Joe Coomer's third novel, "A Flatland Fable," chronicles one day in the life of 40-year-old Horgan, the one-man fire department and Little League coach of the tiny isolated town of Eckley. Eckley is dominated by a grain elevator, an autocratic spinster businesswoman, the sky, and lots of dust. Horgan, to put it mildly, is a pretty passive fellow. "He'd been in the service only because they'd come after him; he'd joined the railroad in the same manner that he'd joined high school or the service--it was there and you were expected to go if you didn't work at the elevator; the fireman job was a pure gift from Dinks; and finally, it was Kidder who had pursued him. He'd never had the courage to take the responsibility for his own life, much less someone else's." His father is dying, his wife Kidder's unable to conceive, the Little League team has more enthusiasm than athletic ability, and his firefighting primarily concerns occasional minor grass fires.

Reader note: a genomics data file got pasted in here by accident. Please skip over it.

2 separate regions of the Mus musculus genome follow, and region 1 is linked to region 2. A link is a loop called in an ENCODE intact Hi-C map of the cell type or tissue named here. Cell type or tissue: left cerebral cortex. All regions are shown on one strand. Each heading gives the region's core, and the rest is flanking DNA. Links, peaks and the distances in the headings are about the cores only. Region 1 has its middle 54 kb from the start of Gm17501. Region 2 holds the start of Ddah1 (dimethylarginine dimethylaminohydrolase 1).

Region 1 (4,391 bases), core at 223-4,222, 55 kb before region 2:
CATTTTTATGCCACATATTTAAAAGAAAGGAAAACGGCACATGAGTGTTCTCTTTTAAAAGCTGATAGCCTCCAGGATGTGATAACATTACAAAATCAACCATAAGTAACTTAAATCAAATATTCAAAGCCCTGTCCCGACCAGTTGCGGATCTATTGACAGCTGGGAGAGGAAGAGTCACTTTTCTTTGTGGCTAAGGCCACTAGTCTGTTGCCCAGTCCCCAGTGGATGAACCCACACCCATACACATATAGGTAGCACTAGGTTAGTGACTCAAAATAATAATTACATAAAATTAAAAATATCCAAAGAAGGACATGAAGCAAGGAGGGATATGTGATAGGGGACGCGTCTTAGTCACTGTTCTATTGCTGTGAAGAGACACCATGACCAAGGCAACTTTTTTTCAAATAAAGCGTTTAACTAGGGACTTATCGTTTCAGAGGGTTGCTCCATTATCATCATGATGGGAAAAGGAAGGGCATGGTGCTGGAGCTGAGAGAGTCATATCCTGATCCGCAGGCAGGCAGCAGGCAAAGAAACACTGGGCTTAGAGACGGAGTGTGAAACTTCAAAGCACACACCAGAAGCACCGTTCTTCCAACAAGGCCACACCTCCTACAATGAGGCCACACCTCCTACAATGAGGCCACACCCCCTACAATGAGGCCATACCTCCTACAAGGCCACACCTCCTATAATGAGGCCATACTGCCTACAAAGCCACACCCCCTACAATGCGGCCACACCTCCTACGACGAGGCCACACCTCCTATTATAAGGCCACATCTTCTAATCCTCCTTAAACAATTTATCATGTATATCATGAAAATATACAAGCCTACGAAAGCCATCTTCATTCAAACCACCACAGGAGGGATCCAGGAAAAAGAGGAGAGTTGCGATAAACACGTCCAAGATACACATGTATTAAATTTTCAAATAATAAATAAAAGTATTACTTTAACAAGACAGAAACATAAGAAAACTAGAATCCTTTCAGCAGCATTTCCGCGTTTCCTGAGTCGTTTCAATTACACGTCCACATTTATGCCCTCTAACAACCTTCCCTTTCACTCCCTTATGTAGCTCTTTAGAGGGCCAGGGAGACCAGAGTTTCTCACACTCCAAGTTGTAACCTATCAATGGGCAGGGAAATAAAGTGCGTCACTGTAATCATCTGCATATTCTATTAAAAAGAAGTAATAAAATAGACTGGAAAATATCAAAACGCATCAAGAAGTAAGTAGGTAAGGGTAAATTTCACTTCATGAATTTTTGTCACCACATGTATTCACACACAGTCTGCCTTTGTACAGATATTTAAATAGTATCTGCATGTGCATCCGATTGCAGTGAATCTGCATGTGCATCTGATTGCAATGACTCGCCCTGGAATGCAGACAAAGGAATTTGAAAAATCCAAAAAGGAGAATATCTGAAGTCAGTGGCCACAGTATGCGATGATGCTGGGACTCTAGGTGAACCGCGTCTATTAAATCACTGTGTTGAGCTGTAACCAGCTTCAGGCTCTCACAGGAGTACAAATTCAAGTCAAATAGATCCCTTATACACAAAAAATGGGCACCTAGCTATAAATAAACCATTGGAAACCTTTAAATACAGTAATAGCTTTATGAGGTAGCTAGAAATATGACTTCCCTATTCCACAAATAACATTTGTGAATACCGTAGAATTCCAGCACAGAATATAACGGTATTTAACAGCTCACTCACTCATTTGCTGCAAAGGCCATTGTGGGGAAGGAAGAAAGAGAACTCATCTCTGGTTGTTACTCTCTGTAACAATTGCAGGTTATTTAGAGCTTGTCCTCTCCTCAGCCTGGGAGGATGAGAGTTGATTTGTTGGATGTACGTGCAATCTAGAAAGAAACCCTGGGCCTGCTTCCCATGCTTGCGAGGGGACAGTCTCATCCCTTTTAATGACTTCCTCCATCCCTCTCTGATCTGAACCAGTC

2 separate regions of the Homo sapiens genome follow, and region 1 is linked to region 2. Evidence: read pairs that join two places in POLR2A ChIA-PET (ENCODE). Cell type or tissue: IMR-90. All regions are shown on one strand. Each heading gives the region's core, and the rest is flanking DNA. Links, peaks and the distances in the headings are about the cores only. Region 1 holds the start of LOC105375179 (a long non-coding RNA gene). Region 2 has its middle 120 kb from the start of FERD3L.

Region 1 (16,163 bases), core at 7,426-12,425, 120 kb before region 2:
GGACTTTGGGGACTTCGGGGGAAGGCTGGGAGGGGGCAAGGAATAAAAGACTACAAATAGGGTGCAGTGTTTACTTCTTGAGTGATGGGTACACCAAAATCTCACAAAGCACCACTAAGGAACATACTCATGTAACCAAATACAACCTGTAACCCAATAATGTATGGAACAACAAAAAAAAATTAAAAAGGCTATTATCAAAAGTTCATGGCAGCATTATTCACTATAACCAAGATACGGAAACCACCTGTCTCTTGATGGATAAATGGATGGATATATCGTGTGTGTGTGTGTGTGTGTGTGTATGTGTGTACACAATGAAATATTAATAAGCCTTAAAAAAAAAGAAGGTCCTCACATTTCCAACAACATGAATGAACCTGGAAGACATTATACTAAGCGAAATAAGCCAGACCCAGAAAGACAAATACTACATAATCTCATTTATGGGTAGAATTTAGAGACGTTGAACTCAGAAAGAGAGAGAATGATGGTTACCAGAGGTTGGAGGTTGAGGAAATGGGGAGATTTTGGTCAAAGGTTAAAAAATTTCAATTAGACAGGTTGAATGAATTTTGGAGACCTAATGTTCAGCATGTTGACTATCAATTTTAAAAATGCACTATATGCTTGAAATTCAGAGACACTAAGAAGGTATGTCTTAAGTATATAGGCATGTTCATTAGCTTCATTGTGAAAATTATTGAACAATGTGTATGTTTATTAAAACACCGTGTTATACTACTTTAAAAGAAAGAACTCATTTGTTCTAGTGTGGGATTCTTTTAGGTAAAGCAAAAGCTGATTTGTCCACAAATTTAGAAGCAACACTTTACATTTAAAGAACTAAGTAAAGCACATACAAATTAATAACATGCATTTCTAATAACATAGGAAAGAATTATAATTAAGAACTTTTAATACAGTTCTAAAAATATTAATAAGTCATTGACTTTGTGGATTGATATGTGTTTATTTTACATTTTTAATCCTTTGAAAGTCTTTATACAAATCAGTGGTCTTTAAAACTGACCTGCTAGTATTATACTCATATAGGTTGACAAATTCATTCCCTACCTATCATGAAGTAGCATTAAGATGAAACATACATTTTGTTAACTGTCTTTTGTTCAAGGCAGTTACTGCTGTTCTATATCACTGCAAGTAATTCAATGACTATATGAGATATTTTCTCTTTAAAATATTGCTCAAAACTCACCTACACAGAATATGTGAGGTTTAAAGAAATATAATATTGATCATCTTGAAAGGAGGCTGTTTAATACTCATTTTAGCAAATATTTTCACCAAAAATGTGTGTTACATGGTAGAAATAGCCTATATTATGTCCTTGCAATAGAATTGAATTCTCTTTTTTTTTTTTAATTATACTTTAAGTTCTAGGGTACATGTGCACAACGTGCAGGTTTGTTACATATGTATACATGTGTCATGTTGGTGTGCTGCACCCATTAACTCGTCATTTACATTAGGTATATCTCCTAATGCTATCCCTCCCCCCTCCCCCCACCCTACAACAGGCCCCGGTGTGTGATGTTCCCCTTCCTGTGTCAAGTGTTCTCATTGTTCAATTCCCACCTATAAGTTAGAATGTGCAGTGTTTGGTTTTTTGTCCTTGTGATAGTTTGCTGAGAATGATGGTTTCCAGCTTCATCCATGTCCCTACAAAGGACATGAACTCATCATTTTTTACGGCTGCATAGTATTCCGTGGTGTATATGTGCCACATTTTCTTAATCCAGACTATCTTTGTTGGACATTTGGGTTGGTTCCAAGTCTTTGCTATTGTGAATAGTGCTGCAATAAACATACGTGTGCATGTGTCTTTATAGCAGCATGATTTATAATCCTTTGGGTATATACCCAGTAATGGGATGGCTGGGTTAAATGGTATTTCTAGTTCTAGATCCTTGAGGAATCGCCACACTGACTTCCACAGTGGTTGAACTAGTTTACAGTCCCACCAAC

Midway through the book things start happening with a rather contrived vengeance, and Horgan discovers that "life is what happens while you are waiting for something else." At 27, Joe Coomer already has two widely-praised novels, "The Decatur Road" and "Kentucky Love," behind him. This third book provides ample evidence that Coomer is a gifted writer. For the most part, however, "A Flatland Fable" is just flat.